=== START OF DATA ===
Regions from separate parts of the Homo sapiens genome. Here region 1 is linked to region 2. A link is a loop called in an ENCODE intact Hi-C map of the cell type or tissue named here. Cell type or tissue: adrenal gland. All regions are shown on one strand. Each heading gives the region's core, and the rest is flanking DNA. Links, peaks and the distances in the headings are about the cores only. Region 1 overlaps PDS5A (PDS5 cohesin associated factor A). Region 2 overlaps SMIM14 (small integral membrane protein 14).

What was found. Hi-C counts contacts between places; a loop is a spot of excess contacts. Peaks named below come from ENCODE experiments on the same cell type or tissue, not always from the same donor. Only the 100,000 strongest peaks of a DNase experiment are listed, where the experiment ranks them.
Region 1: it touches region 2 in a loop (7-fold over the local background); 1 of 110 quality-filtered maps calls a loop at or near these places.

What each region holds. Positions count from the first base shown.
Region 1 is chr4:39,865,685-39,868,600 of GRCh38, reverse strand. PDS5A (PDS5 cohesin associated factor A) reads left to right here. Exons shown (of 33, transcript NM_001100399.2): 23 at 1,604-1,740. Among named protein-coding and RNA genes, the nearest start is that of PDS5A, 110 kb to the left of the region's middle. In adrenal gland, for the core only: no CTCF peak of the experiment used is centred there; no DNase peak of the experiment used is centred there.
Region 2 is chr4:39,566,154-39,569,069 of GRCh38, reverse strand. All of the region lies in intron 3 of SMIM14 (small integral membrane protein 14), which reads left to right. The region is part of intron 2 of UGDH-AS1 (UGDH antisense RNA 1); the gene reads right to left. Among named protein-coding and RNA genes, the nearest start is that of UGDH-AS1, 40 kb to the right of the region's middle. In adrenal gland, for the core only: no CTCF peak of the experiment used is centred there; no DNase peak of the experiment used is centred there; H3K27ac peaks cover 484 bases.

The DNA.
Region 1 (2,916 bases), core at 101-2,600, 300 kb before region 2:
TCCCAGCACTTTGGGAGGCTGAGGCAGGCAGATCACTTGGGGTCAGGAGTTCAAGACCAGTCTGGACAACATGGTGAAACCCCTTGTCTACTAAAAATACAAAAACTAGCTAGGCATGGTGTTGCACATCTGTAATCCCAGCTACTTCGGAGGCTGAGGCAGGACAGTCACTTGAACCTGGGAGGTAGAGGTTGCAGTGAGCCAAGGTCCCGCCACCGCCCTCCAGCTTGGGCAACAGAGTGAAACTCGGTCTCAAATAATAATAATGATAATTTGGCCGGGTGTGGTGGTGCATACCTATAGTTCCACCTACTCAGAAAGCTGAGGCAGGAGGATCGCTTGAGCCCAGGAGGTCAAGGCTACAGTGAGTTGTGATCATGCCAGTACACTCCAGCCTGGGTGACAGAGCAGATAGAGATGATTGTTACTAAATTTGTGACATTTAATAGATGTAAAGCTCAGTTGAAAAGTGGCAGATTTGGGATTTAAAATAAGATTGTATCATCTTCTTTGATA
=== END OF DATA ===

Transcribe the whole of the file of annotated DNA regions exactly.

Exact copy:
Regions from separate parts of the Homo sapiens genome. Here region 1 is linked to region 2. A link is a loop called in an ENCODE intact Hi-C map of the cell type or tissue named here. Cell type or tissue: adrenal gland. All regions are shown on one strand. Each heading gives the region's core, and the rest is flanking DNA. Links, peaks and the distances in the headings are about the cores only. Region 1 overlaps PDS5A (PDS5 cohesin associated factor A). Region 2 overlaps SMIM14 (small integral membrane protein 14).

What was found. Hi-C counts contacts between places; a loop is a spot of excess contacts. Peaks named below come from ENCODE experiments on the same cell type or tissue, not always from the same donor. Only the 100,000 strongest peaks of a DNase experiment are listed, where the experiment ranks them.
Region 1: it touches region 2 in a loop (7-fold over the local background); 1 of 110 quality-filtered maps calls a loop at or near these places.

What each region holds. Positions count from the first base shown.
Region 1 is chr4:39,865,685-39,868,600 of GRCh38, reverse strand. PDS5A (PDS5 cohesin associated factor A) reads left to right here. Exons shown (of 33, transcript NM_001100399.2): 23 at 1,604-1,740. Among named protein-coding and RNA genes, the nearest start is that of PDS5A, 110 kb to the left of the region's middle. In adrenal gland, for the core only: no CTCF peak of the experiment used is centred there; no DNase peak of the experiment used is centred there.
Region 2 is chr4:39,566,154-39,569,069 of GRCh38, reverse strand. All of the region lies in intron 3 of SMIM14 (small integral membrane protein 14), which reads left to right. The region is part of intron 2 of UGDH-AS1 (UGDH antisense RNA 1); the gene reads right to left. Among named protein-coding and RNA genes, the nearest start is that of UGDH-AS1, 40 kb to the right of the region's middle. In adrenal gland, for the core only: no CTCF peak of the experiment used is centred there; no DNase peak of the experiment used is centred there; H3K27ac peaks cover 484 bases.

The DNA.
Region 1 (2,916 bases), core at 101-2,600, 300 kb before region 2:
TCCCAGCACTTTGGGAGGCTGAGGCAGGCAGATCACTTGGGGTCAGGAGTTCAAGACCAGTCTGGACAACATGGTGAAACCCCTTGTCTACTAAAAATACAAAAACTAGCTAGGCATGGTGTTGCACATCTGTAATCCCAGCTACTTCGGAGGCTGAGGCAGGACAGTCACTTGAACCTGGGAGGTAGAGGTTGCAGTGAGCCAAGGTCCCGCCACCGCCCTCCAGCTTGGGCAACAGAGTGAAACTCGGTCTCAAATAATAATAATGATAATTTGGCCGGGTGTGGTGGTGCATACCTATAGTTCCACCTACTCAGAAAGCTGAGGCAGGAGGATCGCTTGAGCCCAGGAGGTCAAGGCTACAGTGAGTTGTGATCATGCCAGTACACTCCAGCCTGGGTGACAGAGCAGATAGAGATGATTGTTACTAAATTTGTGACATTTAATAGATGTAAAGCTCAGTTGAAAAGTGGCAGATTTGGGATTTAAAATAAGATTGTATCATCTTCTTTGATA